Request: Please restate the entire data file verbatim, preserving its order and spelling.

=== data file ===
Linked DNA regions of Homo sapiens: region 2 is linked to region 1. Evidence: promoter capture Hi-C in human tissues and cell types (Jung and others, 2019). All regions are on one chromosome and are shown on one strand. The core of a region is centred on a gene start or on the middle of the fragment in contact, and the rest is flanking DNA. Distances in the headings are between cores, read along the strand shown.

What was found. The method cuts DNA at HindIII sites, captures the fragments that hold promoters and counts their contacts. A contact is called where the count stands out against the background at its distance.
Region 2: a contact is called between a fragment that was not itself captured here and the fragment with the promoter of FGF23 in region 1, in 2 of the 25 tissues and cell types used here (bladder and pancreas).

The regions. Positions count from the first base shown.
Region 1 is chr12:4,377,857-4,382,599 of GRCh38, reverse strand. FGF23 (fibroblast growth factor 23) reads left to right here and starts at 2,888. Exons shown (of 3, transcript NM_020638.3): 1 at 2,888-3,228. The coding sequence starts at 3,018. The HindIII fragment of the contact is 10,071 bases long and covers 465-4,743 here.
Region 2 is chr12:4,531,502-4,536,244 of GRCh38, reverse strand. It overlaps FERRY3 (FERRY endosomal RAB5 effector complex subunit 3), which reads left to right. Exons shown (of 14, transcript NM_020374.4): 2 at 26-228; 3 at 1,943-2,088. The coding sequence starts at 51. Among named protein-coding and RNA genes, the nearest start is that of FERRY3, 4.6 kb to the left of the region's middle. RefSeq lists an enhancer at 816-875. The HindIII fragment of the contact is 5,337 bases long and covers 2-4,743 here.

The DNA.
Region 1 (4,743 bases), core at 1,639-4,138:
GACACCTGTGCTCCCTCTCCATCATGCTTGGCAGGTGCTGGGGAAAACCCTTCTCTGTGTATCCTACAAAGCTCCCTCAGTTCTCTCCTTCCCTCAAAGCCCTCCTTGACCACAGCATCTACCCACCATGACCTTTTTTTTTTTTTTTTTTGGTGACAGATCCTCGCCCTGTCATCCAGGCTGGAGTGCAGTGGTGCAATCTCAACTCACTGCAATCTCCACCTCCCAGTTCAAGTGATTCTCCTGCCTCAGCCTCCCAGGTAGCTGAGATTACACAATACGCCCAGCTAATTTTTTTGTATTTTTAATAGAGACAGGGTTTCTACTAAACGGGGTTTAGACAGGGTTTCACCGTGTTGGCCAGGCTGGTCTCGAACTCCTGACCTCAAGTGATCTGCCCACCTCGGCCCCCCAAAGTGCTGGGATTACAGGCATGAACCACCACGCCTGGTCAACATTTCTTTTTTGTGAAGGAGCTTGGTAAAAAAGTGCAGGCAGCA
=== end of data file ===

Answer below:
Linked DNA regions of Homo sapiens: region 2 is linked to region 1. Evidence: promoter capture Hi-C in human tissues and cell types (Jung and others, 2019). All regions are on one chromosome and are shown on one strand. The core of a region is centred on a gene start or on the middle of the fragment in contact, and the rest is flanking DNA. Distances in the headings are between cores, read along the strand shown.

What was found. The method cuts DNA at HindIII sites, captures the fragments that hold promoters and counts their contacts. A contact is called where the count stands out against the background at its distance.
Region 2: a contact is called between a fragment that was not itself captured here and the fragment with the promoter of FGF23 in region 1, in 2 of the 25 tissues and cell types used here (bladder and pancreas).

The regions. Positions count from the first base shown.
Region 1 is chr12:4,377,857-4,382,599 of GRCh38, reverse strand. FGF23 (fibroblast growth factor 23) reads left to right here and starts at 2,888. Exons shown (of 3, transcript NM_020638.3): 1 at 2,888-3,228. The coding sequence starts at 3,018. The HindIII fragment of the contact is 10,071 bases long and covers 465-4,743 here.
Region 2 is chr12:4,531,502-4,536,244 of GRCh38, reverse strand. It overlaps FERRY3 (FERRY endosomal RAB5 effector complex subunit 3), which reads left to right. Exons shown (of 14, transcript NM_020374.4): 2 at 26-228; 3 at 1,943-2,088. The coding sequence starts at 51. Among named protein-coding and RNA genes, the nearest start is that of FERRY3, 4.6 kb to the left of the region's middle. RefSeq lists an enhancer at 816-875. The HindIII fragment of the contact is 5,337 bases long and covers 2-4,743 here.

The DNA.
Region 1 (4,743 bases), core at 1,639-4,138:
GACACCTGTGCTCCCTCTCCATCATGCTTGGCAGGTGCTGGGGAAAACCCTTCTCTGTGTATCCTACAAAGCTCCCTCAGTTCTCTCCTTCCCTCAAAGCCCTCCTTGACCACAGCATCTACCCACCATGACCTTTTTTTTTTTTTTTTTTGGTGACAGATCCTCGCCCTGTCATCCAGGCTGGAGTGCAGTGGTGCAATCTCAACTCACTGCAATCTCCACCTCCCAGTTCAAGTGATTCTCCTGCCTCAGCCTCCCAGGTAGCTGAGATTACACAATACGCCCAGCTAATTTTTTTGTATTTTTAATAGAGACAGGGTTTCTACTAAACGGGGTTTAGACAGGGTTTCACCGTGTTGGCCAGGCTGGTCTCGAACTCCTGACCTCAAGTGATCTGCCCACCTCGGCCCCCCAAAGTGCTGGGATTACAGGCATGAACCACCACGCCTGGTCAACATTTCTTTTTTGTGAAGGAGCTTGGTAAAAAAGTGCAGGCAGCA